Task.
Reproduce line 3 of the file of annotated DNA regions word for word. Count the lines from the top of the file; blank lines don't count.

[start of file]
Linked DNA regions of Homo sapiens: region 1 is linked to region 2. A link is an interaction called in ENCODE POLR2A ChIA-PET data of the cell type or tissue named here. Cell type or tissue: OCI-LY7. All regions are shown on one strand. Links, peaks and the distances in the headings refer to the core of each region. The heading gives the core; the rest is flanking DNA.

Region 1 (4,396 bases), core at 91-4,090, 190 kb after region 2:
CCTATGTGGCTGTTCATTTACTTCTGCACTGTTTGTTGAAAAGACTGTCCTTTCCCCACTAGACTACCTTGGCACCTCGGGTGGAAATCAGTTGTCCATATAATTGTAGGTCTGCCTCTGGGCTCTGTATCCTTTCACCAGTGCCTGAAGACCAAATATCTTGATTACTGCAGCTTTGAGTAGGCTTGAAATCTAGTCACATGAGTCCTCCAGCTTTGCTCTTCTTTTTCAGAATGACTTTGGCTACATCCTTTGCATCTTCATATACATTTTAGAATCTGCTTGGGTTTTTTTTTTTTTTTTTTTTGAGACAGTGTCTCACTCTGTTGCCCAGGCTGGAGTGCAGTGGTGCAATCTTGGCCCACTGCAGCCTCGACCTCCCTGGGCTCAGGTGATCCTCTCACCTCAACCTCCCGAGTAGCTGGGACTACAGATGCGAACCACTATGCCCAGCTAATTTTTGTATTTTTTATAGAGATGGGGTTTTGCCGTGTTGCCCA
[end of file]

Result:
CCTATGTGGCTGTTCATTTACTTCTGCACTGTTTGTTGAAAAGACTGTCCTTTCCCCACTAGACTACCTTGGCACCTCGGGTGGAAATCAGTTGTCCATATAATTGTAGGTCTGCCTCTGGGCTCTGTATCCTTTCACCAGTGCCTGAAGACCAAATATCTTGATTACTGCAGCTTTGAGTAGGCTTGAAATCTAGTCACATGAGTCCTCCAGCTTTGCTCTTCTTTTTCAGAATGACTTTGGCTACATCCTTTGCATCTTCATATACATTTTAGAATCTGCTTGGGTTTTTTTTTTTTTTTTTTTTGAGACAGTGTCTCACTCTGTTGCCCAGGCTGGAGTGCAGTGGTGCAATCTTGGCCCACTGCAGCCTCGACCTCCCTGGGCTCAGGTGATCCTCTCACCTCAACCTCCCGAGTAGCTGGGACTACAGATGCGAACCACTATGCCCAGCTAATTTTTGTATTTTTTATAGAGATGGGGTTTTGCCGTGTTGCCCA